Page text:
The HVBA is proud to present five bands at our annual fundraiser on Sunday afternoon March 26 from 1 to 5PM. For the second year, the show will be held in River Station’s stunning upstairs dining room, which offers sweeping views of the Hudson River, bluffs and both historic bridges.

Admission is $15/$10 for HVBA members. Kids are free. Food and drink will be available from River Station’s menu, so come hungry and leave happy. We thank River Station for providing use of their dining room and hope you’ll enjoy a late lunch or early dinner there.

Jennifer Kara & No Brakes

At last year’s fundraiser, Jennifer Kara, daughter of No Brakes’ mandolinist Frank Kara, stole the show when she sat in for a few tunes with the band. This year, Jennifer gets well-deserved top billing.
No Brakes is a popular local group with a big-time sound. Their many fans have caught their gigs at The Dutchess County Fair, Bodles Opera House, and the Willow Creek and Greenville bluegrass festivals.
In addition to Jennifer, the will band feature Frank Kara (mandolin), Eric Spaulding (guitar), Gary DiGiovanni (banjo), Andy Bing (dobro, mandolin), and Rusty Boris (bass).

Blue Plate Special

Blue Plate Special plays a blend of American roots music featuring strong three part vocal harmonies, mixed with the acoustic sounds of accordion, banjo, fiddle, guitar, mandolin, and upright bass. Members include Dave Gross, Jay Friedman, Tom Wise, and Dan O’Dea.
Two of the cuts from their CD “Nowhere Fast” are included in documentaries. The PBS series “The Appalachians” featured the title cut “Nowhere Fast”. Jay’s song, Bluebird of Happiness, appeared in the documentary from Academy Award-winning filmmaker Bill Couturié, “Into the Fire,” which aired on the History Channel last October.
Whether in a concert setting, casual party atmosphere or interactive children’s workshop, Blue Plate Special offers highly engaging performances. Their sheer love of what they do, resonates with audiences of all ages.

Robert Stump

Robert Stump has been creating original music and performing covers in various local and regional country bands on and off for twenty years. His early musical experiences came from his grandfather, an old vaudeville actor musician, who loved country music and kept Robert’s guitar in tune.
Recently Robert has been making trips to Nashville to try and find a home for some of his songs. Playing open mics such as the famous Bluebird Café and meeting and learning from other songwriters has helped him raise the bar on his compositions.

Lately, he has been writing a lot of songs about vanishing America. The concept for the Americana Project started to reveal itself. North Country Public Radio will be recording a session of this material in July.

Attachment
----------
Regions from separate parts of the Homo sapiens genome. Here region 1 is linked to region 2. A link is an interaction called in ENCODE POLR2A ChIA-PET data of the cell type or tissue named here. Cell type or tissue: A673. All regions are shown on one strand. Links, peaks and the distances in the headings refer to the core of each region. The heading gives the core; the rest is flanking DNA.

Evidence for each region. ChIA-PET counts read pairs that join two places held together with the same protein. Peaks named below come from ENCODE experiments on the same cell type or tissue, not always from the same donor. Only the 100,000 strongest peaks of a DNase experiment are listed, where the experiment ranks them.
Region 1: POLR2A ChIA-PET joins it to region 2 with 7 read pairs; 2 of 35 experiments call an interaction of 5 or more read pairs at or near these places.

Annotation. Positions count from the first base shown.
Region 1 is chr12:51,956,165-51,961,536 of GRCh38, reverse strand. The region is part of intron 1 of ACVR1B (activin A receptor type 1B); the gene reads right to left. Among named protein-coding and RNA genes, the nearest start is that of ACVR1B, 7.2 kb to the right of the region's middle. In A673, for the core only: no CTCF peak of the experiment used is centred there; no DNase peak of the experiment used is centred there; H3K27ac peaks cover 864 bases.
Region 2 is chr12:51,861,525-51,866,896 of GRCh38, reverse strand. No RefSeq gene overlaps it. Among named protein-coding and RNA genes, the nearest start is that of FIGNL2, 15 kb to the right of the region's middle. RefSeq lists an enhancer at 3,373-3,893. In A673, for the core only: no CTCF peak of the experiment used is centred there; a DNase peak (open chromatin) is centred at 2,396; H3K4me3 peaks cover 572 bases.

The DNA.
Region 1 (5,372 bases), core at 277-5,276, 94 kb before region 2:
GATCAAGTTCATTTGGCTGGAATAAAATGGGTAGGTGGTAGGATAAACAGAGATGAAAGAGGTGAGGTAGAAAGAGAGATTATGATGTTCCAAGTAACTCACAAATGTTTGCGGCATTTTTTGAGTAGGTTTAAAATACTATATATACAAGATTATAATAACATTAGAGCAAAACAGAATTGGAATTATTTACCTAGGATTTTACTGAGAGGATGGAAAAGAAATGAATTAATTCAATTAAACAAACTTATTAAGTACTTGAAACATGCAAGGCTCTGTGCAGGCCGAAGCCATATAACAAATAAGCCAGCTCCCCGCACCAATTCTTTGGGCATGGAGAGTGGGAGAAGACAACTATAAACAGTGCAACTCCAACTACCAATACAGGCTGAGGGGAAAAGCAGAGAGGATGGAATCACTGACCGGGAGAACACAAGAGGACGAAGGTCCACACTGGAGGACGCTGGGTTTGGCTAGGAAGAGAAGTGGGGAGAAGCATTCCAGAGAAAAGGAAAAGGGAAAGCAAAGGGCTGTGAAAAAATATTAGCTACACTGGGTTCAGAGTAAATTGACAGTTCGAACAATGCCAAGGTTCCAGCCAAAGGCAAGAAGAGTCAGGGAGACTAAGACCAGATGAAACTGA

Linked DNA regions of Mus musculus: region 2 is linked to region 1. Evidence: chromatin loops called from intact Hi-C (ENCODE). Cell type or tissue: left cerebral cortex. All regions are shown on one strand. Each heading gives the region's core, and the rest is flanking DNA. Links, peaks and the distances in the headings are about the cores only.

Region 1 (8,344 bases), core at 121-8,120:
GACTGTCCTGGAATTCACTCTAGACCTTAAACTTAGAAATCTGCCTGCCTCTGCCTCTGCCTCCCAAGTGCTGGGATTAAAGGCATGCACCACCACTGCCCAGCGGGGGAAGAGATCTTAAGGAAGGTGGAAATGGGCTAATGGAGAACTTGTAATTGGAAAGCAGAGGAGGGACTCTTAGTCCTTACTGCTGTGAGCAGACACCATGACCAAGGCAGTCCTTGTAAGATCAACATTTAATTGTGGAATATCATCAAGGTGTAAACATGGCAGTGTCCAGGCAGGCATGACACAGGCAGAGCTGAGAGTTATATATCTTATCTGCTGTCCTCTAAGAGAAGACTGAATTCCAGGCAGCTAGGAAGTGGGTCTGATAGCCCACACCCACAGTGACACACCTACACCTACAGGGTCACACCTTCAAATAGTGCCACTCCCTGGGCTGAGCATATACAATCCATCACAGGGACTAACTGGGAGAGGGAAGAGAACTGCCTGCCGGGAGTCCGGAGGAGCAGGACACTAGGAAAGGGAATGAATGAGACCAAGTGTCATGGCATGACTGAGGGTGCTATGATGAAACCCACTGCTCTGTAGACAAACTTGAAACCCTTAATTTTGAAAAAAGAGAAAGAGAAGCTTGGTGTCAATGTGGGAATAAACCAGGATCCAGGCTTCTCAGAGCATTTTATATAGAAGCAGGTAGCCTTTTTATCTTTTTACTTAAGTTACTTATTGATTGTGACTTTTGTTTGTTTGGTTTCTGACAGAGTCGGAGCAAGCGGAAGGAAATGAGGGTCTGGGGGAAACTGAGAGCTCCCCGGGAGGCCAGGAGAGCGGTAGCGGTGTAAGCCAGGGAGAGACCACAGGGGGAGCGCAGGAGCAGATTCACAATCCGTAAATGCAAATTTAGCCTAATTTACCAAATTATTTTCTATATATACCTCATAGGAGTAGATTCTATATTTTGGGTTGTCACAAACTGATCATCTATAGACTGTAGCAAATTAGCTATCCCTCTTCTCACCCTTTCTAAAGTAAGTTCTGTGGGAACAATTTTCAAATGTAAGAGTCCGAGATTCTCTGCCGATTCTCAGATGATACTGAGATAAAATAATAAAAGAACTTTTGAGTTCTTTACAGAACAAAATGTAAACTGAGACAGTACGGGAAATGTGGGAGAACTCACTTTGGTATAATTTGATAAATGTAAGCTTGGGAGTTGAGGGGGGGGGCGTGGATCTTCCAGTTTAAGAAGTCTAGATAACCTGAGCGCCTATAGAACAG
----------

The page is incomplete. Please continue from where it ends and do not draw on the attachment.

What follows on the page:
Steve Blake and The Swing Commandos

To say the least The Swing Commandos are eclectic. They move seamlessly from Swing, Standards, Jazz, Country, Rock, Blues, and, on occasion, even a little Latin.
Steve Blake was an original member of “Dickie Doo & the Don’ts”. In 1958 he had the number 28 billboard hit in the USA with “Click Clack.” Steve has entertained in Australia, New Zealand, Jamaica, Canada, and Alaska as well as more than 40 other states in the USA. He plays bass, guitar, and handles most of the vocals.

Joe Ricciardi is an extraordinary guitarist. He plays in the style of the great Chet Atkins as he fuses a song’s rhythm and melody together. Joe was recently inducted into the Connecticut Country Music Hall of Fame.

Ed Schaffer has been playing for over 40 years. His musical background began as a guitarist in a rock band during his undergraduate studies at Cornell University in NY. His transition to the mandolin led him to embrace swing, jazz and bluegrass.

Doug Mathewson (dobro and vocals) grew up listening to country/western, swing and standards. He was a jazz drummer and a rhythm guitarist until four years ago when he started playing the dobro.

Bill Petkanas, Guitar, Mandolin, Bass and Vocals. Bill is a versatile musician flowing easily from standards to bluegrass.


Cold Feat

Cold Feat is a traditional acoustic Bluegrass band from the mid-Hudson Valley region of New York. They promote the acoustic sound and play a variety of old favorites covering the repertoire of Bill Monroe, Flatt & Scruggs, traditional fiddle tunes and a few original compositions thrown in for good measure.
The Band consists of Dave Angell (mandolin) Dave Cobb (guitar), Mary DeBerry (bass), and Roy Coates (banjo).